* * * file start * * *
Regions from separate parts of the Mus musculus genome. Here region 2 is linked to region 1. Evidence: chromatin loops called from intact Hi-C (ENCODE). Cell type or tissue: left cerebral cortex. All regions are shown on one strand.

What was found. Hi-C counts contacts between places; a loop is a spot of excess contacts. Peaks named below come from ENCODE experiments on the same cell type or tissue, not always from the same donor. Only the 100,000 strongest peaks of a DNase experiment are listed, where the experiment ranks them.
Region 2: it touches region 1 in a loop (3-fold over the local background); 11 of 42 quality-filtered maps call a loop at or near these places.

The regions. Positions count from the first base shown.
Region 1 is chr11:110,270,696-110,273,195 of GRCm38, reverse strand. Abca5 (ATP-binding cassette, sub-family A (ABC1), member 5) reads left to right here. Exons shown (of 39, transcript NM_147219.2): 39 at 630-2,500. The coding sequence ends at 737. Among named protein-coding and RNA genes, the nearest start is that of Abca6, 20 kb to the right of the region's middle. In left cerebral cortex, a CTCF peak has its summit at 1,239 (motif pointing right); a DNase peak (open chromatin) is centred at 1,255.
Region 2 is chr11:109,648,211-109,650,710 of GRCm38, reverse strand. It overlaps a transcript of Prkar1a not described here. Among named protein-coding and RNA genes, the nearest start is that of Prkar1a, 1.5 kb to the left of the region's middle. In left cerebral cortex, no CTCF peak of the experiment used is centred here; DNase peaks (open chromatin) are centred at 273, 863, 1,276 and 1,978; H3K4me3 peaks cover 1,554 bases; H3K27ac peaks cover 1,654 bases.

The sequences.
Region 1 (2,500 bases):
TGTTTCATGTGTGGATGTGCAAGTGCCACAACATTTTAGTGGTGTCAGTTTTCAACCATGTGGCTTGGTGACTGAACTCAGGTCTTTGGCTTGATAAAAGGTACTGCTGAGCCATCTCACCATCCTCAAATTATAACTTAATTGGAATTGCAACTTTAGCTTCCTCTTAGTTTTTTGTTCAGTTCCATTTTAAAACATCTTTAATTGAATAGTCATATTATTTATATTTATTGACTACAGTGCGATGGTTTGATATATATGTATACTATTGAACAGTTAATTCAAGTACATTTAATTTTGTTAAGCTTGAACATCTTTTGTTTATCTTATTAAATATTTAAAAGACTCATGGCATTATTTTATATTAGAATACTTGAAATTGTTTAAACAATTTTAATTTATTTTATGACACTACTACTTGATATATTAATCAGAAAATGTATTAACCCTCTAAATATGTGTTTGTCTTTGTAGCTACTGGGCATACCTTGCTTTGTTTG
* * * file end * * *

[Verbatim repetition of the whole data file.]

Regions from separate parts of the Mus musculus genome. Here region 2 is linked to region 1. Evidence: chromatin loops called from intact Hi-C (ENCODE). Cell type or tissue: left cerebral cortex. All regions are shown on one strand.

What was found. Hi-C counts contacts between places; a loop is a spot of excess contacts. Peaks named below come from ENCODE experiments on the same cell type or tissue, not always from the same donor. Only the 100,000 strongest peaks of a DNase experiment are listed, where the experiment ranks them.
Region 2: it touches region 1 in a loop (3-fold over the local background); 11 of 42 quality-filtered maps call a loop at or near these places.

The regions. Positions count from the first base shown.
Region 1 is chr11:110,270,696-110,273,195 of GRCm38, reverse strand. Abca5 (ATP-binding cassette, sub-family A (ABC1), member 5) reads left to right here. Exons shown (of 39, transcript NM_147219.2): 39 at 630-2,500. The coding sequence ends at 737. Among named protein-coding and RNA genes, the nearest start is that of Abca6, 20 kb to the right of the region's middle. In left cerebral cortex, a CTCF peak has its summit at 1,239 (motif pointing right); a DNase peak (open chromatin) is centred at 1,255.
Region 2 is chr11:109,648,211-109,650,710 of GRCm38, reverse strand. It overlaps a transcript of Prkar1a not described here. Among named protein-coding and RNA genes, the nearest start is that of Prkar1a, 1.5 kb to the left of the region's middle. In left cerebral cortex, no CTCF peak of the experiment used is centred here; DNase peaks (open chromatin) are centred at 273, 863, 1,276 and 1,978; H3K4me3 peaks cover 1,554 bases; H3K27ac peaks cover 1,654 bases.

The sequences.
Region 1 (2,500 bases):
TGTTTCATGTGTGGATGTGCAAGTGCCACAACATTTTAGTGGTGTCAGTTTTCAACCATGTGGCTTGGTGACTGAACTCAGGTCTTTGGCTTGATAAAAGGTACTGCTGAGCCATCTCACCATCCTCAAATTATAACTTAATTGGAATTGCAACTTTAGCTTCCTCTTAGTTTTTTGTTCAGTTCCATTTTAAAACATCTTTAATTGAATAGTCATATTATTTATATTTATTGACTACAGTGCGATGGTTTGATATATATGTATACTATTGAACAGTTAATTCAAGTACATTTAATTTTGTTAAGCTTGAACATCTTTTGTTTATCTTATTAAATATTTAAAAGACTCATGGCATTATTTTATATTAGAATACTTGAAATTGTTTAAACAATTTTAATTTATTTTATGACACTACTACTTGATATATTAATCAGAAAATGTATTAACCCTCTAAATATGTGTTTGTCTTTGTAGCTACTGGGCATACCTTGCTTTGTTTG